In radio control, the term motor refers to an electric motor. There are some exceptions to this in the full scale world - for example, the misnomer "outboard motor" - but interchanging the term "motor" with engine in R/C can be very confusing, as R/C models can be powered by either.

Brushed Motors Edit

Most surface models are powered by a 540-series brushed motor, or a motor with a length of 54 millimeters. Motors in electric aircraft range from 180-series to 540-series; 370- and 400-series motors are quite common. These use brushes made out of a Hard iron compound to send energy to the commutator.

The brushes require physical contact with the commutator, so they are held in place with springs. These springs keep constant tension on the brushes even as they wear. The commutator is part of the armature, or rotating part of the motor. In racing applications, the copper commutator must be trued or 'cut' with a special lathe when it becomes worn and blackened, preferably before this point as an overly worn commutator cannot be lathed. The brushes and their retaining springs must be replaced as they are worn down as well regardless of the conditions in which the motor operates. Badly worn brushes lead to tremendous loss of power and possible commutator damage.

Motors are characterized by the number of turns and winds they have. 'Turns' refers to the number of times the armature wire is wrapped around the iron core of the armature. In general, the lower the turns, the faster the motor and the higher the turns the more torque the motor has. 'Winds' refers to the number of strands in the armature wire. Motors are available with one to four winds. More winds equal more torque; less winds equal more speed. Turns and winds are denoted in the following format: TURNSxWINDS. For example, a "15x2" denotes a 15 turn, double wind motor.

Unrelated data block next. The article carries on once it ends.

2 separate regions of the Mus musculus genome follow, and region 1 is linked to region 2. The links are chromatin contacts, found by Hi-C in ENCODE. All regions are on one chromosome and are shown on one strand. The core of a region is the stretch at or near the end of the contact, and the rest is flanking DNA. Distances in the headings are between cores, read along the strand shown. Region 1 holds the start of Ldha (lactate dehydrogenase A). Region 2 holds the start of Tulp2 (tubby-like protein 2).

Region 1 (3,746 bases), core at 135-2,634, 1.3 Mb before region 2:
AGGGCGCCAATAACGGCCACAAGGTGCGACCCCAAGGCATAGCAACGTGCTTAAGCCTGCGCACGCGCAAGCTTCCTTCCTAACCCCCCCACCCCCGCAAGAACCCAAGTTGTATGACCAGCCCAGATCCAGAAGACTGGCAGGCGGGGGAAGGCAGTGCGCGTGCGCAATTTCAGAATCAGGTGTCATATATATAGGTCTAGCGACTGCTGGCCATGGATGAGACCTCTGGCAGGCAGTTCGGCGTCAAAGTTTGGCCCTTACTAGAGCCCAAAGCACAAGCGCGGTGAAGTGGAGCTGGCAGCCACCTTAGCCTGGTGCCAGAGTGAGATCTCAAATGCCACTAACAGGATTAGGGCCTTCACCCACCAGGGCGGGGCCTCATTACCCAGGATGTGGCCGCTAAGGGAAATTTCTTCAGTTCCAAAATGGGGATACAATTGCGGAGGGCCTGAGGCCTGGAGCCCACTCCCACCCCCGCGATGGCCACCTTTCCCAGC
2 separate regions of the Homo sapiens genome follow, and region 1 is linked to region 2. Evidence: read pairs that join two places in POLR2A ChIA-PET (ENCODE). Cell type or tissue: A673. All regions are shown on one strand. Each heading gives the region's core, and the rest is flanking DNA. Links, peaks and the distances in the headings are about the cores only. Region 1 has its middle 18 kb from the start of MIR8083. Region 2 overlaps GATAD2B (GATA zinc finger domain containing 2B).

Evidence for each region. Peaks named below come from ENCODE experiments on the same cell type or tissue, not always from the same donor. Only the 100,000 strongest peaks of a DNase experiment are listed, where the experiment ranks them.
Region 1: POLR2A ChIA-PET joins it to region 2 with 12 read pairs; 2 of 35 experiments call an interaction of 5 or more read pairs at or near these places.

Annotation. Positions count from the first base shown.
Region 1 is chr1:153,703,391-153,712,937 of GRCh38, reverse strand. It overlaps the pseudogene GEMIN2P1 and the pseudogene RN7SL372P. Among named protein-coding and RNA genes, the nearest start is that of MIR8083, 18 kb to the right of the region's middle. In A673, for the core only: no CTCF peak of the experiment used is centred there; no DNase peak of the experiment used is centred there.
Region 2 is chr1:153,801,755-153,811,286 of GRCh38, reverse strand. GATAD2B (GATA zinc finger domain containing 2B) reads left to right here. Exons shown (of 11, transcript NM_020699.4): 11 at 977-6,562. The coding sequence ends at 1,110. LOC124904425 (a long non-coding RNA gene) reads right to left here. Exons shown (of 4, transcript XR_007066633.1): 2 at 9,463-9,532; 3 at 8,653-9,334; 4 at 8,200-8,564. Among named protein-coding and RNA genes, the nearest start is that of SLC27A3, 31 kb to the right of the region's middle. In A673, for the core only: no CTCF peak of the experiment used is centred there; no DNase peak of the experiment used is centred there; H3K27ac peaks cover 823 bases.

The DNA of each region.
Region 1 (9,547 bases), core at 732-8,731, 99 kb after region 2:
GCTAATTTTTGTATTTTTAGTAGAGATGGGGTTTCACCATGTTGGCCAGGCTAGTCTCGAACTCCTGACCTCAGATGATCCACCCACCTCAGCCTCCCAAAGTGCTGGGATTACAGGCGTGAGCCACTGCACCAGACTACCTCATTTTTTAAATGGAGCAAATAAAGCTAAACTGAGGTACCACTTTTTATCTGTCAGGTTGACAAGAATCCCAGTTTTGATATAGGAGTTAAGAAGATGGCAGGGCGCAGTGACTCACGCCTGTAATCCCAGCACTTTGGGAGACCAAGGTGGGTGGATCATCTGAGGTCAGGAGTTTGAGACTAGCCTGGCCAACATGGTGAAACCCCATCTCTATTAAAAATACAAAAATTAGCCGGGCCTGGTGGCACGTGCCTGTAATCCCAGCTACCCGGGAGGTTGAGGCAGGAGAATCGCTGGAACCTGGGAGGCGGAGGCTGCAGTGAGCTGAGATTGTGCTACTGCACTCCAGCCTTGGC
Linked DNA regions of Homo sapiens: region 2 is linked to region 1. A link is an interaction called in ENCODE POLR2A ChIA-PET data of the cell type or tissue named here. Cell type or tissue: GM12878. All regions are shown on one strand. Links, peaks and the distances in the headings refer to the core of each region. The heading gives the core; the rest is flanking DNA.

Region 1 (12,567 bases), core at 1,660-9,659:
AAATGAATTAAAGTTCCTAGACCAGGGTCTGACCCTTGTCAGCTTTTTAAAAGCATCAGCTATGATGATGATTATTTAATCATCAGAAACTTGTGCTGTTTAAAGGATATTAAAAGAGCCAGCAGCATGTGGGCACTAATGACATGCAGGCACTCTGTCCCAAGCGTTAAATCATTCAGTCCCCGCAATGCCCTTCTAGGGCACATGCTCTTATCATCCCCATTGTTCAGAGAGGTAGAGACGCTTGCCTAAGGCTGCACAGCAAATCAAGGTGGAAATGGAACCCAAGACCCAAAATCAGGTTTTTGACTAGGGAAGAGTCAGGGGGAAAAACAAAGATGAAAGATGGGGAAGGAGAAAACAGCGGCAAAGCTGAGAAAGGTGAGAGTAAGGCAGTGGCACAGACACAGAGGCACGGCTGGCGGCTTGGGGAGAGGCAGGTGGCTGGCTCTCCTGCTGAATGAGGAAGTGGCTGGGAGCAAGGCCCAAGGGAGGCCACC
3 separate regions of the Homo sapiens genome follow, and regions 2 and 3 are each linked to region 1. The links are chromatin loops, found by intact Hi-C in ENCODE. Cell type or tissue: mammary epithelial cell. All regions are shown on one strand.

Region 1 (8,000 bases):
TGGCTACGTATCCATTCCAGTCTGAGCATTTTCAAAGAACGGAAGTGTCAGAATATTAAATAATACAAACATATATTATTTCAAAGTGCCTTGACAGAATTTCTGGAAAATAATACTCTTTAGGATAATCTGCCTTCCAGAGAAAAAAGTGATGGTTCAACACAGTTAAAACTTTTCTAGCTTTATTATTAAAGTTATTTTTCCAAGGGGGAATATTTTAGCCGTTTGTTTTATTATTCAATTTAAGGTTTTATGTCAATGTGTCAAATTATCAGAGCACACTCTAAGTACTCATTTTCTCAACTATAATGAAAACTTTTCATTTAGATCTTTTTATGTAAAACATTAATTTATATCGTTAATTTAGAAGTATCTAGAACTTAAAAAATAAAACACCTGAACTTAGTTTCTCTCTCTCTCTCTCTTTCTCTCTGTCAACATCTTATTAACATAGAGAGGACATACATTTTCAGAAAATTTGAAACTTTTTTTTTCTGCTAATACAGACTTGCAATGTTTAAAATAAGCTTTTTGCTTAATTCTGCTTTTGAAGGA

Such a motor would be an excellent all-around motor in an offroad buggy with its combination of speed and torque. Your specific needs will best determine the type of motor you require.

Brushless Motors Edit

Brushless systems are also available. These motors have fixed, radially arranged windings inside the motor can and permanent magnets on the motor shaft. They use special electronic switches to send power to the appropriate set of windings at the appropriate time. They need a special high-frequency electronic speed control to do this.

Brushless motors require much less maintenance than brushed motors because of the lack of brushes and commutator. They are usually very powerful and efficient, up to 87% efficient according to some manufacturers. Such power often requires upgraded transmissions in R/C cars and trucks. The initial cost of brushless systems is higher, but once you factor in the maintenance and other costs associated with low turn, powerful brushed motors, the cost quickly justifies itself. An upgrade to lithium polymer batteries. or "li-pos" is recommended as well when "going brushless," but is not absolutely necessary.

Since the technology is similar to that found in CD-ROM drives, some aircraft hobbyists wind their own brushless motors out of CD-ROM motors. They require a few readily available parts in order to mount them to a model and operate off of the same speed controls as commercially available brushless motors. CD-ROM motors are primarily used in direct-drive aircraft applications since their design is similar to toroidial, or donut-shaped "outrunner" motors.

The following is a partial list of online sites linking to manufacturers of CD-ROM conversion parts and systems: This site has information about brushless motors including axial design motors: